Can you believe it? It’s been 10 years since Spectrum — well, one version of Spectrum — launched.
In that time, we’ve changed branding colors from red to purple to yellow to a true spectrum, grown from a team of 1 to 11, written and edited thousands of articles about autism research, and attracted a readership of millions. We’ve produced news, opinion, conference reports, long-form features, webinars, videos, podcasts, data visualizations, interactives, explainers and more.
Fittingly, in this anniversary year, we made forays into new territory.
In March, we teamed up with Caveat, a performance space in New York City, to host our first live event. The event featured three autistic women talking about various aspects of life on the spectrum: love and relationships, employment and race.
In May, timed to the annual meeting of the International Society for Autism Research, we produced our first book — a retro move for a digital-only site, perhaps, but an opportunity to curate some of our most enduring long-form articles into a tangible format. We are working on our second book, a collection of articles that reflect the evolution of autism research over Spectrum’s tenure.
Also in May, we published a special report to chart the impact of the DSM-5, the fifth edition of the Diagnostic and Statistical Manual of Mental Disorders, five years after its launch. As part of the report, we reflected on the changing definition of the term ‘autism.’
You may already be familiar with our podcast, “Spectrum Stories.” In August, we also began piping our stories out to devices such as Alexa and Google Home via a service called Spoken Layer.
In October, we published the result of an editorial collaboration with the prestigious magazine Science — a detailed description of a small town in Colombia and the secrets it might reveal about fragile X syndrome, a condition closely related to autism. We hope this is only the first of our collaborations with Science.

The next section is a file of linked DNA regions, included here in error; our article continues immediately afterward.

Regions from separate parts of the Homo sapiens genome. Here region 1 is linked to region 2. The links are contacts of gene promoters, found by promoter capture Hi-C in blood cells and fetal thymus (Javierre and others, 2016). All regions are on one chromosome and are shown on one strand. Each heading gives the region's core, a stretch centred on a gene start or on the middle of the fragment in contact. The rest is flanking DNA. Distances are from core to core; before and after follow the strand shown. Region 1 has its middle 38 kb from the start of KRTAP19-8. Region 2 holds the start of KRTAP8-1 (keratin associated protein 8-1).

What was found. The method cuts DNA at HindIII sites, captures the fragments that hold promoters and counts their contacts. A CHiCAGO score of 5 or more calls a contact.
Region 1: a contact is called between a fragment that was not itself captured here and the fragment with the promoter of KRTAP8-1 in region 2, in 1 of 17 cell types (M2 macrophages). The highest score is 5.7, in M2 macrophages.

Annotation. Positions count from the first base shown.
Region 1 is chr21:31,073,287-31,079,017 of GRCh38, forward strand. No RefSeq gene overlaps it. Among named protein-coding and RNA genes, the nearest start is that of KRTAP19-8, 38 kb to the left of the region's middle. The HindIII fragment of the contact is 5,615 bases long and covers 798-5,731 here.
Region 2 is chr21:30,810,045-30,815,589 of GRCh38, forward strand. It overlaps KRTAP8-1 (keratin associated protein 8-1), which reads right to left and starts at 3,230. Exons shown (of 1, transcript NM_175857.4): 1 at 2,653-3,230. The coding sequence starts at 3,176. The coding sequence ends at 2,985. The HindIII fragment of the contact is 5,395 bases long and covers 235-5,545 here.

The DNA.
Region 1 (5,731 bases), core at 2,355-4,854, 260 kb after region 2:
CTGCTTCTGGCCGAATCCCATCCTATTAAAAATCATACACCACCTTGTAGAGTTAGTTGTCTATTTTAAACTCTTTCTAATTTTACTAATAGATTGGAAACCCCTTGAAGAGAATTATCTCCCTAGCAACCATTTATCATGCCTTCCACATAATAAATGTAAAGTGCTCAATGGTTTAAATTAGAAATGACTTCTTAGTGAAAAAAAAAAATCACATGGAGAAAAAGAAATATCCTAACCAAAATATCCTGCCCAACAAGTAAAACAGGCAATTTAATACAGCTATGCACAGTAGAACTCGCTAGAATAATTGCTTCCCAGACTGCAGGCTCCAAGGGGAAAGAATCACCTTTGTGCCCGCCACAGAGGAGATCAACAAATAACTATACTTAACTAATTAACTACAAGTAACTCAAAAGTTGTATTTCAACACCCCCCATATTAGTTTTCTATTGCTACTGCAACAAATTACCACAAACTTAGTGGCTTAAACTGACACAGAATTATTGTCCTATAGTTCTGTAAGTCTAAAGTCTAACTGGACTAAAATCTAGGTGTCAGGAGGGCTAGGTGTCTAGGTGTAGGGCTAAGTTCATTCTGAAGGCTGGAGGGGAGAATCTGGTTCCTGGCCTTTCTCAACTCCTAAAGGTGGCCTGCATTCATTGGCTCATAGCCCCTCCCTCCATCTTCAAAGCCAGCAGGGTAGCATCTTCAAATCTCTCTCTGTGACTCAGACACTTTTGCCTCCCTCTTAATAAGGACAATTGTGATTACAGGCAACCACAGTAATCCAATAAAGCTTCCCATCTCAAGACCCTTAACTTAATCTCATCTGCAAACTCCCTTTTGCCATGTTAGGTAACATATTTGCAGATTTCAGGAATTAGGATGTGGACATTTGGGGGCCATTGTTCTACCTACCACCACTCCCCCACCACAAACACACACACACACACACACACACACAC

November saw the launch of two big projects we had been working on for months, and thinking about for years. One of these is Autism 101, a collection of explainers on numerous aspects of autism, including its prevalence, diagnosis and sex ratio. This is a resource we created to meet a popular demand, and we expect to add to it over the coming months.
Also in November, we debuted a resource that we are immensely proud of: a map of autism prevalence worldwide. Built with careful guidance from an all-star team of advisers, the map relies on a database of downloadable data; we invite you to play with the data and create your own analyses of the trends in autism prevalence.
We received several accolades for our work in 2018. Freelancer Brendan Borrell won a first-place award from the Association of Health Care Journalists for his painstaking investigation into Son-Rise, a questionable treatment for autism; and Lauren Gravitz won a first-place award from the National Institute for Health Care Management for her exploration of the problem of medication interactions among autistic people. Spectrum was also recognized by both the Webbys and the W3 awards for providing excellent scientific information and for the quality of writing on the site.
We have big plans for new projects in 2019. As we enter our next decade, we are, as always, deeply grateful to you, our readers.
From all of us at Spectrum, we wish you the very best this holiday season and a wonderful new year.